What is the future for our pump test code?

By Ken Kugler, PIA Councillor

Australia has had its own pump test code since 1931, which has helped to guide the industry for almost a century. However the future of the code – which hasn’t been updated since 2001 – is somewhat uncertain.

Australia’s pump test code originated as ASCB9 and the first AS2417 code was published in 1980. This 1980s edition, in three parts, was based on the British code ruling at the time.

Our current 2001 edition of AS2417 is actually a direct text adoption of the ISO Standard ISO 9906:1999

At the time of writing, Standards Australia has advised on their website that all standards older than ten years have been listed, with a view to deleting them. AS2417­2001 obviously fits this category and thus has a very high possibility of being deleted, especially as it’s not a statute requirement of the National Construction Code.

In Australia, AS2417­2001 has been and still is the prominent pump test code for clients purchasing pumps for most water supply, water treatment works, fire protection pumps and similar applications where a guaranteed performance is critical.

The major importance of a pump test Standard for a user is the guarantee that a pump performance will be within a particular tolerance range for their requirement.

Performance parameters are flow rate, generated head, speed, and the power required for a specified flow rate and head. Finally, the pump efficiency is a calculated value from the power absorbed.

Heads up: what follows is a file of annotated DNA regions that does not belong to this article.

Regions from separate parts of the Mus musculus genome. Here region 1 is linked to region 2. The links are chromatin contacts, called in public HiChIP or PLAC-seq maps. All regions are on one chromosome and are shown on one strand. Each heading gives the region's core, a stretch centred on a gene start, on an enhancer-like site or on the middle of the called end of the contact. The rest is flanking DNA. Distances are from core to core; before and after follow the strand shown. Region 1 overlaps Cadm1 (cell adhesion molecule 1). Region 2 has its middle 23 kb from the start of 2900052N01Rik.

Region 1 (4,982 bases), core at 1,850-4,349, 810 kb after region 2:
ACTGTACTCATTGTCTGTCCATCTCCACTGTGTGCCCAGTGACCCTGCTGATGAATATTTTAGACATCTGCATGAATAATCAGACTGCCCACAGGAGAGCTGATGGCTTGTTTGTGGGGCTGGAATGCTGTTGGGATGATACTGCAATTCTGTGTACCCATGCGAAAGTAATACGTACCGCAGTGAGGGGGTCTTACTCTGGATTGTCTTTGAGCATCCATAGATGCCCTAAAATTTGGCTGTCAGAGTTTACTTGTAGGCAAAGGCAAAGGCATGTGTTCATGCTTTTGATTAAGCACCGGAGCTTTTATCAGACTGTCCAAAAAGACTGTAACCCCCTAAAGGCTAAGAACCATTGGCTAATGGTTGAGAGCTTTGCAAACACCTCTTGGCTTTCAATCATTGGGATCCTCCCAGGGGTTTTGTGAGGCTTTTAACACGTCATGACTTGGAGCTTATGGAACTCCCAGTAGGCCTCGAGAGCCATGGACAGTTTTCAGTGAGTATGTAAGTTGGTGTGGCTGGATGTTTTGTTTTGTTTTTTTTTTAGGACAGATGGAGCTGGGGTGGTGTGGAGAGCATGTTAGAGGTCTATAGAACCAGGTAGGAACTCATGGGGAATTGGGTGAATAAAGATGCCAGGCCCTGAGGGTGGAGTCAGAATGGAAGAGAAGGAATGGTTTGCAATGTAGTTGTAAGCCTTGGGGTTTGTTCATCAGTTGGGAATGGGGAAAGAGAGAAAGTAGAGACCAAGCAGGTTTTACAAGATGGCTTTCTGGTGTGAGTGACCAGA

A manufacturer’s published pump performance indicates all the parameters, and in most cases, includes note advising the particular standard that the pump is guaranteed to meet.

For the pump industry, the test tolerances of a pump’s performance are the major issue that purchasers and suppliers concern themselves with.

Currently AS2417­2001 (ISO9906­1999) provides the following test tolerances for a pump:

Acceptance Grade Grade 1 Grade 2 Series Annex A
Flow Rate +/- 4.5{87a03eb4327cd2ba79570dbcca4066c6d479b8f7279bafdb318e7183d82771cf} +/- 8{87a03eb4327cd2ba79570dbcca4066c6d479b8f7279bafdb318e7183d82771cf} +/-9{87a03eb4327cd2ba79570dbcca4066c6d479b8f7279bafdb318e7183d82771cf}
Head +/- 3{87a03eb4327cd2ba79570dbcca4066c6d479b8f7279bafdb318e7183d82771cf} +/- 5{87a03eb4327cd2ba79570dbcca4066c6d479b8f7279bafdb318e7183d82771cf} +/- 7{87a03eb4327cd2ba79570dbcca4066c6d479b8f7279bafdb318e7183d82771cf}
Power Absorbed +9{87a03eb4327cd2ba79570dbcca4066c6d479b8f7279bafdb318e7183d82771cf}
Efficiency -3{87a03eb4327cd2ba79570dbcca4066c6d479b8f7279bafdb318e7183d82771cf} -5{87a03eb4327cd2ba79570dbcca4066c6d479b8f7279bafdb318e7183d82771cf} -7{87a03eb4327cd2ba79570dbcca4066c6d479b8f7279bafdb318e7183d82771cf}

Purchasers should be aware that most pump suppliers guarantee their standard general purpose pumps to meet the tolerance “Series or as per Annex A”.

To illustrate this, a manufacturer supplying a pump to provide a flow rate of 100L/s at 100m head will guarantee to supply a pump that will have a minimum flow rate of 91L/s at 100m or up to 109L/s at 100m.